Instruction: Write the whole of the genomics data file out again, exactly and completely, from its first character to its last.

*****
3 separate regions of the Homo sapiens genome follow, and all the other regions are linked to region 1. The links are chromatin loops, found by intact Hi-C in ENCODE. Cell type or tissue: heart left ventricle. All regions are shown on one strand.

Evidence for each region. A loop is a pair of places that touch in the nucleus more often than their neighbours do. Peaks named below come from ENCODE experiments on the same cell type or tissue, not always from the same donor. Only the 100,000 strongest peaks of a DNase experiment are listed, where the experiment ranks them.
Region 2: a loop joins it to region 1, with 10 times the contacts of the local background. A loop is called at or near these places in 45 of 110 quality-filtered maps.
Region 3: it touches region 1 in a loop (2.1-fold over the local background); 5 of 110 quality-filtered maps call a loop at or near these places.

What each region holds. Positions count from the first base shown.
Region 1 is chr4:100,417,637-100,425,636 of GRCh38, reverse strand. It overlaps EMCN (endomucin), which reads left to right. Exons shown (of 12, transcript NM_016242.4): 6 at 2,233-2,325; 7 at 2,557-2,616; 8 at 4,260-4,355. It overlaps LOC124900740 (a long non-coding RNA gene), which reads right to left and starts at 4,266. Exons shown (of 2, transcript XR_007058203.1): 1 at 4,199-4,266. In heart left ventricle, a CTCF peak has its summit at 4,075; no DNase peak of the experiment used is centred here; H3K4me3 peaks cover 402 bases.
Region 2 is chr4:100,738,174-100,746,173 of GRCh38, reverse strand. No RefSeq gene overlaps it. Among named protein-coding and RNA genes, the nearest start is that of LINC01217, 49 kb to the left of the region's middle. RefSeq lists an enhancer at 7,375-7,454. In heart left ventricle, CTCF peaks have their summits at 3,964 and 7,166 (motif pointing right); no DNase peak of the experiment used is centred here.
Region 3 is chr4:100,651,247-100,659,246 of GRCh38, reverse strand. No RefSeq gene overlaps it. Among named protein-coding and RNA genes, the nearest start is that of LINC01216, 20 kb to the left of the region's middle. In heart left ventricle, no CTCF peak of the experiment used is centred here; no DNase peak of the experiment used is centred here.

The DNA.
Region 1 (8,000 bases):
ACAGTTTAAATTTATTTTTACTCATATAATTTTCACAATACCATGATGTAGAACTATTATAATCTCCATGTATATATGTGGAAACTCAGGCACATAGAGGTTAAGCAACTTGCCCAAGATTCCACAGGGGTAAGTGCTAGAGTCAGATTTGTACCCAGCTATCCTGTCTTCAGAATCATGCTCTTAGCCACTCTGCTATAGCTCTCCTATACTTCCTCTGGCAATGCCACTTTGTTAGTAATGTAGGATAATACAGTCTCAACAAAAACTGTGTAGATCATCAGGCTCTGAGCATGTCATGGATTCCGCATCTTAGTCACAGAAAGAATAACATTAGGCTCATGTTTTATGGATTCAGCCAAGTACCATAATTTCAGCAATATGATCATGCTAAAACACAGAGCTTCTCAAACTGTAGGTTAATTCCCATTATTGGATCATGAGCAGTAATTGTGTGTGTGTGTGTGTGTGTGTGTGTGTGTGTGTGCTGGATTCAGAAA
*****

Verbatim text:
3 separate regions of the Homo sapiens genome follow, and all the other regions are linked to region 1. The links are chromatin loops, found by intact Hi-C in ENCODE. Cell type or tissue: heart left ventricle. All regions are shown on one strand.

Evidence for each region. A loop is a pair of places that touch in the nucleus more often than their neighbours do. Peaks named below come from ENCODE experiments on the same cell type or tissue, not always from the same donor. Only the 100,000 strongest peaks of a DNase experiment are listed, where the experiment ranks them.
Region 2: a loop joins it to region 1, with 10 times the contacts of the local background. A loop is called at or near these places in 45 of 110 quality-filtered maps.
Region 3: it touches region 1 in a loop (2.1-fold over the local background); 5 of 110 quality-filtered maps call a loop at or near these places.

What each region holds. Positions count from the first base shown.
Region 1 is chr4:100,417,637-100,425,636 of GRCh38, reverse strand. It overlaps EMCN (endomucin), which reads left to right. Exons shown (of 12, transcript NM_016242.4): 6 at 2,233-2,325; 7 at 2,557-2,616; 8 at 4,260-4,355. It overlaps LOC124900740 (a long non-coding RNA gene), which reads right to left and starts at 4,266. Exons shown (of 2, transcript XR_007058203.1): 1 at 4,199-4,266. In heart left ventricle, a CTCF peak has its summit at 4,075; no DNase peak of the experiment used is centred here; H3K4me3 peaks cover 402 bases.
Region 2 is chr4:100,738,174-100,746,173 of GRCh38, reverse strand. No RefSeq gene overlaps it. Among named protein-coding and RNA genes, the nearest start is that of LINC01217, 49 kb to the left of the region's middle. RefSeq lists an enhancer at 7,375-7,454. In heart left ventricle, CTCF peaks have their summits at 3,964 and 7,166 (motif pointing right); no DNase peak of the experiment used is centred here.
Region 3 is chr4:100,651,247-100,659,246 of GRCh38, reverse strand. No RefSeq gene overlaps it. Among named protein-coding and RNA genes, the nearest start is that of LINC01216, 20 kb to the left of the region's middle. In heart left ventricle, no CTCF peak of the experiment used is centred here; no DNase peak of the experiment used is centred here.

The DNA.
Region 1 (8,000 bases):
ACAGTTTAAATTTATTTTTACTCATATAATTTTCACAATACCATGATGTAGAACTATTATAATCTCCATGTATATATGTGGAAACTCAGGCACATAGAGGTTAAGCAACTTGCCCAAGATTCCACAGGGGTAAGTGCTAGAGTCAGATTTGTACCCAGCTATCCTGTCTTCAGAATCATGCTCTTAGCCACTCTGCTATAGCTCTCCTATACTTCCTCTGGCAATGCCACTTTGTTAGTAATGTAGGATAATACAGTCTCAACAAAAACTGTGTAGATCATCAGGCTCTGAGCATGTCATGGATTCCGCATCTTAGTCACAGAAAGAATAACATTAGGCTCATGTTTTATGGATTCAGCCAAGTACCATAATTTCAGCAATATGATCATGCTAAAACACAGAGCTTCTCAAACTGTAGGTTAATTCCCATTATTGGATCATGAGCAGTAATTGTGTGTGTGTGTGTGTGTGTGTGTGTGTGTGTGTGCTGGATTCAGAAA